Memphis has a reputation for growing its own music talent from Elvis to Justin Timberlake. Attracted to that history, a new crop of imported musicians bring innovation to the Memphis sound.
Slowly but surely, Memphis is evolving into a destination city for out-of-town musicians.
You could chalk it up to Memphis’ heritage as a music town, but current talent gives the city a new standing in the 21st century.
Memphis has a reputation for growing its own when it comes to music talent. From Memphis Slim, to Alex Chilton to Justin Timberlake, many of Memphis’ most well-known musical exports were born and raised in the Bluff City. Elvis Presley has always claimed Memphis as his hometown despite spending his early childhood in Tupelo, Miss.
Because of its abundance of homegrown talent, Memphis turned into something of a music industry hub in the 1950s, ‘60s and early ‘70s, spawning labels like Sun, Stax and Hi records as well as world-class recording facilities such as Royal Studios, Ardent Recording Studios and American Studios– all of which have earned a universally acknowledged place in pop music history.
And though the music industry has evolved into a do-it-yourself mindset that relies less on the big label and studio methods of that golden age, Memphis’ reputation as a breeding ground for musical talent and innovation has never diminished.
It is perhaps due to this reputation that Memphis attracts musicians from outlying areas near and far to take up residence in the city. In fact, many of the current Memphis scene’s biggest names are transplants that moved here specifically to live and work as musicians.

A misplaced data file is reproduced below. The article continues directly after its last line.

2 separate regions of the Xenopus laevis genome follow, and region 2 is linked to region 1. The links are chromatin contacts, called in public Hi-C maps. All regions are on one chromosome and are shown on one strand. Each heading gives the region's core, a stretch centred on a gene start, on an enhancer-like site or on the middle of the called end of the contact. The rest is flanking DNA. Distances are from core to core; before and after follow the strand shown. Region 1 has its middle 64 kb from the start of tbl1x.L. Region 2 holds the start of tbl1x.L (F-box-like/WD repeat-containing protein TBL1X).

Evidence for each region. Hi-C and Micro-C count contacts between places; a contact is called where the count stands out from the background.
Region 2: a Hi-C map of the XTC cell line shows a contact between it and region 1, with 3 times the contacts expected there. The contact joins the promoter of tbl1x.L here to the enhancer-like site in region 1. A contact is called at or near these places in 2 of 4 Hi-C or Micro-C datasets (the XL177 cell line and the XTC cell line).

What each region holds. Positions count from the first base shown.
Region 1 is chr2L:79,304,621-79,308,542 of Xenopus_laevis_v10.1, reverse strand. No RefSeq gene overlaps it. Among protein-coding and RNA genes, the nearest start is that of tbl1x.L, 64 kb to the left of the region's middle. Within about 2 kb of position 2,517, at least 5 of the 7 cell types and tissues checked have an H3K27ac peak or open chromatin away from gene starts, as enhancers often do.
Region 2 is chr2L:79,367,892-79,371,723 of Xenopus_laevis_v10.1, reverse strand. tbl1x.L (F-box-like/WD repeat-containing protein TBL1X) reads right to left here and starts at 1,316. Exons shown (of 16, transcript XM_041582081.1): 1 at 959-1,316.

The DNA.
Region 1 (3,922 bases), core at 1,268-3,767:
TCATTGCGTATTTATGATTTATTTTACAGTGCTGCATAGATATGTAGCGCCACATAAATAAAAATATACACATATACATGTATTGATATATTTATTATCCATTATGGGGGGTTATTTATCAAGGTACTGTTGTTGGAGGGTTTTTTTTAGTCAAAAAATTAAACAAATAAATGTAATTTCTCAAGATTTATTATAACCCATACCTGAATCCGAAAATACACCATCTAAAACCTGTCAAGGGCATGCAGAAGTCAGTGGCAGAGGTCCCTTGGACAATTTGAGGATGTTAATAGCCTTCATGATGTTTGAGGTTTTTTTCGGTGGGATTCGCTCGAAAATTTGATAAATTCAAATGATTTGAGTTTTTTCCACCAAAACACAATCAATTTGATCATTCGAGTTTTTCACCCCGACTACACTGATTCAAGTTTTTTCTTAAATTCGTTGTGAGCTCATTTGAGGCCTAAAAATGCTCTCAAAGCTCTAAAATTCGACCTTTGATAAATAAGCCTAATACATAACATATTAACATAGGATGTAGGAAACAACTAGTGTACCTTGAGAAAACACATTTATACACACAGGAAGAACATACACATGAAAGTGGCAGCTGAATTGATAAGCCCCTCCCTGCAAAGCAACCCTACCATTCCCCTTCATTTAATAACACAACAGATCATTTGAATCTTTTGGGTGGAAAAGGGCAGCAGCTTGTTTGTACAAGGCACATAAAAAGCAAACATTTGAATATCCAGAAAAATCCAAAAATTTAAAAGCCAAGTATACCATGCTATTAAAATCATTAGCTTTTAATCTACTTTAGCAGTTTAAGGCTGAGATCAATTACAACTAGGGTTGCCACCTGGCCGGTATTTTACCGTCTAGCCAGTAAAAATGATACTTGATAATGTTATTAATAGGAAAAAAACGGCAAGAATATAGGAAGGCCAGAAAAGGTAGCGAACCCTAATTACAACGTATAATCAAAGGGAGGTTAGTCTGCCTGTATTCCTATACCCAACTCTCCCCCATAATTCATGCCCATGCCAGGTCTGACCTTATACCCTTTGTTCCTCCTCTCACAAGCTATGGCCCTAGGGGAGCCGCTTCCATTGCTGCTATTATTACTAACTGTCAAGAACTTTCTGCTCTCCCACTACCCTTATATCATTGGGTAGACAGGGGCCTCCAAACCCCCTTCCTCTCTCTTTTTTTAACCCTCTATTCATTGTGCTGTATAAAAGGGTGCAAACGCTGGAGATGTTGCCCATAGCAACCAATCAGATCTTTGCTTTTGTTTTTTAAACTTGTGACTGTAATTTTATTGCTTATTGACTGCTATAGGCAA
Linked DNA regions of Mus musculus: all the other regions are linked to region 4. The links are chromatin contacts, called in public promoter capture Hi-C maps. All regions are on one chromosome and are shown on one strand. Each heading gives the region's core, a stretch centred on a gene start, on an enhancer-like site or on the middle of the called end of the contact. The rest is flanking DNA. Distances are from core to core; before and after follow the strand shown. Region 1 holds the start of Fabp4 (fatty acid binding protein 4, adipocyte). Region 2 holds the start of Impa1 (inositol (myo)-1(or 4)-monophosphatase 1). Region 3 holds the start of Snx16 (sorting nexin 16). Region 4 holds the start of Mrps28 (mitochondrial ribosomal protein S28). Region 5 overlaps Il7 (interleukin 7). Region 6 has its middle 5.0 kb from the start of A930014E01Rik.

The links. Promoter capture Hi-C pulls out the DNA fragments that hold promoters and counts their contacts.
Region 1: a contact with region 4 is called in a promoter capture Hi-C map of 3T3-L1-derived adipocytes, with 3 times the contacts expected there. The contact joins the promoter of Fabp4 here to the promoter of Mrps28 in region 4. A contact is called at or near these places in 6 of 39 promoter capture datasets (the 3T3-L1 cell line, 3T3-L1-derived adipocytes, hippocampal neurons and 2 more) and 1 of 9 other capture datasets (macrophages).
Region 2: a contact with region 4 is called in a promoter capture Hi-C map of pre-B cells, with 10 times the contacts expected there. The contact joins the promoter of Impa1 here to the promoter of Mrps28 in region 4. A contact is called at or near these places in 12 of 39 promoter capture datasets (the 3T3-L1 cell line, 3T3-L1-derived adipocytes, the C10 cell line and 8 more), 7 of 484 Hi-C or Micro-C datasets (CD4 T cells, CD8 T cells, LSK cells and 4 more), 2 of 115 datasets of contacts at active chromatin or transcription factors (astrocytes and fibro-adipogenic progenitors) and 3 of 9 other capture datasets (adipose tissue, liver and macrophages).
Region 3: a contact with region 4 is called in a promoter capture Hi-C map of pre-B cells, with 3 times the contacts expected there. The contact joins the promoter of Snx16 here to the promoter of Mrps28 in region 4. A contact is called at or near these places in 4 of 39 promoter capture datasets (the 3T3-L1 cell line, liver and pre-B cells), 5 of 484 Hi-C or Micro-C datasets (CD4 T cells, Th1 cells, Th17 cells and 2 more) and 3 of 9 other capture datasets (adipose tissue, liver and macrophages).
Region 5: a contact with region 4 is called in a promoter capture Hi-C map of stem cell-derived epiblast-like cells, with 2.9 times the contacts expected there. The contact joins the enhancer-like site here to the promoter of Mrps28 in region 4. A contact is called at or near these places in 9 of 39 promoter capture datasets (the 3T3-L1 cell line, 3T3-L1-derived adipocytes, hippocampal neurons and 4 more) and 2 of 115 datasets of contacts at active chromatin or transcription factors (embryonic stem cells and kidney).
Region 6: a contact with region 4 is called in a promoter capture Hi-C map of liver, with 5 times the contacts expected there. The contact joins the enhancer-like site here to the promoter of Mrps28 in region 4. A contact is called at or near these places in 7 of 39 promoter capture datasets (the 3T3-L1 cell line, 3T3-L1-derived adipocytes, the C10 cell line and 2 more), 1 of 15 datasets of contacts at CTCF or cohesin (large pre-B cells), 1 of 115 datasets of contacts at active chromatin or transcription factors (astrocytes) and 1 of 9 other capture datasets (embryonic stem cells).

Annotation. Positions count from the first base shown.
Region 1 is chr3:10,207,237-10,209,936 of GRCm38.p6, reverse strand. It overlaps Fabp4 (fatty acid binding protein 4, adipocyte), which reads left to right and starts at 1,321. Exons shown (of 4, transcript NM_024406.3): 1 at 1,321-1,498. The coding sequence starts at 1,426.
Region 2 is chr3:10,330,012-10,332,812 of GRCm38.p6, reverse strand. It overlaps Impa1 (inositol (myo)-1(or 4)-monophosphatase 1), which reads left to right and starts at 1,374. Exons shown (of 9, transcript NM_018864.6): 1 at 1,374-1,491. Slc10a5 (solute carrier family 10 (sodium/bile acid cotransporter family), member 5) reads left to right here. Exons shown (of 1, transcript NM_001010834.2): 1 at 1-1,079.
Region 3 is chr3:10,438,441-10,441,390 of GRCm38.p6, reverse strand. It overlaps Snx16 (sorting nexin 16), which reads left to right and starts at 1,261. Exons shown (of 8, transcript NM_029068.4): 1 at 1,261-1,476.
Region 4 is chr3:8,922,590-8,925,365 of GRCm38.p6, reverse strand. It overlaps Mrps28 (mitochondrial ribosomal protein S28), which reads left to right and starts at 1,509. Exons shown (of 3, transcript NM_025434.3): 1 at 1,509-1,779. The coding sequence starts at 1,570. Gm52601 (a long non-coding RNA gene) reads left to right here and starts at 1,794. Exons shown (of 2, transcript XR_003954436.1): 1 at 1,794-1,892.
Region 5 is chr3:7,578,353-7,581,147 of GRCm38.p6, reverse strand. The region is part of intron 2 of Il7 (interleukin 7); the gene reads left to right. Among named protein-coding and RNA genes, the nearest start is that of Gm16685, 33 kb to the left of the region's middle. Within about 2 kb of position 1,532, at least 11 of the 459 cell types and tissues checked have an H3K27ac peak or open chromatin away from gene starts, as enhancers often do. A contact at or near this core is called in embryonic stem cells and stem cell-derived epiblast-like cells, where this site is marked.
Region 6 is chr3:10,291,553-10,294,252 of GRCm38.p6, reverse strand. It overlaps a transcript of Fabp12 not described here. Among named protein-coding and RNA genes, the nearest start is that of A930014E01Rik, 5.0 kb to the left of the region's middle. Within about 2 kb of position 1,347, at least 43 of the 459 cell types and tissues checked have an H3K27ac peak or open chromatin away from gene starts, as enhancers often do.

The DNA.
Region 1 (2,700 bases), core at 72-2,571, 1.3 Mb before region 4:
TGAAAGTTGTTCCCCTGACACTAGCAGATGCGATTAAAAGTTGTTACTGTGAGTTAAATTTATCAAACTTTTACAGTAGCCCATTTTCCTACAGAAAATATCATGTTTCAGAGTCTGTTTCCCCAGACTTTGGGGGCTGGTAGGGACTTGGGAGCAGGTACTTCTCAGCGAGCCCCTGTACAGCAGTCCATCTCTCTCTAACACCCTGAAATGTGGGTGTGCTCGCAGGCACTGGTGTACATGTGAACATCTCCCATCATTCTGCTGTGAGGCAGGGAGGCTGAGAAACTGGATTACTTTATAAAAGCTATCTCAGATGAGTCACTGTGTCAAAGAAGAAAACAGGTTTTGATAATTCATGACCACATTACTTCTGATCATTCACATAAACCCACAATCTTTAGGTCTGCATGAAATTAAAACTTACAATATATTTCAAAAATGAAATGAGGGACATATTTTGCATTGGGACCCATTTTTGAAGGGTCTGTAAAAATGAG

One of those high-profile transplants is singer-songwriter Mark Edgar Stuart. Stuart first moved to town from Pine Bluff, Ark. to accept a music scholarship at the University of Memphis in 1992.
He never wanted to leave.
According to Stuart, it was his late father’s record collection that influenced him to first fall in love with Memphis.
“Going all the way back to all of my dad's Sun records, I knew I wanted to play music and music was in Memphis,” he said. “One year, we took a family vacation here to see Sun Studios. My dad never cared for Elvis so we passed on Graceland. Jerry Lee Lewis, Johnny Cash and Carl Perkins were his favorites. To me back then, Memphis was the big city.”
Once he got to the big city full-time, Stuart faced a fair amount of culture shock. But not for the reasons one might assume.
“None of the supposedly bad elements ever scared me. I was used to it,” he said. “I was scared of Poplar Avenue. I had never seen six lanes of traffic before and would ride the curb double-fisted all the way.”
But eventually, Stuart felt quite comfortable in Memphis. “It wound up being just a bigger version of my hometown. I embraced it,” he said.